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Wednesday, April 6, 2011

Homegrown tomato sauce and onions in goulash

on homemade buttered noodles with poppy seeds...


with a Mediterranean cabbage salad....


I don't know how authentic it is, but when I do goulash, I always have to serve it over buttered noodles with poppy seeds, which to me seems appropriate.  And then because of the crossroads idea of eastern Europe, I like to serve goulash and noodles with a Mediterranean cabbage salad, which is more refreshing than I can describe.  I first learned the salad from Rima, my Jordanian neighbor in Jacksonville, only she made it with escarole.  I do too, when I can get my hands on it, but Sophie Grigson in Sunshine Food has a recipe for essentially the same exact salad, only with cabbage, so I use cabbage most of the time because it's easier to find and cheaper anyway.

It's fairly easy to make, and pretty straightforward:  shred some cabbage as for slaw.  Add some minced onion, maybe a tablespoon or two to start.  Pour about a tablespoon or so of olive oil (extra virgin) and toss to coat the cabbage and the onions.  Add a little salt and lemon juice to taste, and toss it and serve it.  That's pretty much how she taught me- you have to taste for the balance of everything.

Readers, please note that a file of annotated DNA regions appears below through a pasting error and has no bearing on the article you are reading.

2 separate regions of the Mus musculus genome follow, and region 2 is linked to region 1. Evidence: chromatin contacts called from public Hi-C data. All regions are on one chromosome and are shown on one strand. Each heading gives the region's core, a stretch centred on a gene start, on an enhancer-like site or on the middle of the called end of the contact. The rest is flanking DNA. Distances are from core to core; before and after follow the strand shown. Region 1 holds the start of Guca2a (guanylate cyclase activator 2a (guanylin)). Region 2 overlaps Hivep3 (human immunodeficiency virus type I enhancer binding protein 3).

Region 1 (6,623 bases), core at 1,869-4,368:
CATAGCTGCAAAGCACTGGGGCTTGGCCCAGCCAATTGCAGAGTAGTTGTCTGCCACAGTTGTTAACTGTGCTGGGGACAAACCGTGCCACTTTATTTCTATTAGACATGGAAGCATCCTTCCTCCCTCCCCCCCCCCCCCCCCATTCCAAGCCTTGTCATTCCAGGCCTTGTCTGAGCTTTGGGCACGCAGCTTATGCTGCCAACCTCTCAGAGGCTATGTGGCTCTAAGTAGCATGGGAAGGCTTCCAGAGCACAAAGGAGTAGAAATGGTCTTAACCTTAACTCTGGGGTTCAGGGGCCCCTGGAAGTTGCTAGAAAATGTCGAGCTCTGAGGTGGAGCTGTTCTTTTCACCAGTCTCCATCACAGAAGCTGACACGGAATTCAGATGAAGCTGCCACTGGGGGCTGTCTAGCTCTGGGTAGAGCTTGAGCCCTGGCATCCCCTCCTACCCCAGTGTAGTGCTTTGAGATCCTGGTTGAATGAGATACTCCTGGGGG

German Noodles
This recipe comes from Nita, over at Throwback At Trapper Creek, but has my adaptions for method:

1 egg
1 tablespoon milk, cream, or half and half
1/2 salt
1 cup flour

Beat the egg and milk in a one cup measure and add the salt, and half the flour.  Beat it into something of a batter.  Add a little bit of the remaining half cup of flour until it really comes together.  Dump the rest of the flour on a board (in my case, the island) and dump the batter on top of the flour.  Knead the dough to incorporate the rest of the flour.  Set the dough in a ball shape, dust the top with a little flour, put a small bowl over it and leave it for twenty minutes to a half hour.   When you come back, knead the dough a little, divide it into quarters, and either roll out to one sixteenth of an inch, or use a pasta machine.  Let the large pieces of dough dry a little, and then cut into noodles.   Cook in boiling salted water for about 6-8 minutes.  Drain and toss with butter and poppy seeds.

For the goulash I just used the recipe in the Joy of Cooking, except that I really use a lot of paprika when I make goulash.  I use two tablespoons of paprika when I set it to simmer, and then stir in another tablespoon of paprika right before I go to serve it.  Over noodles. And with cabbage salad.

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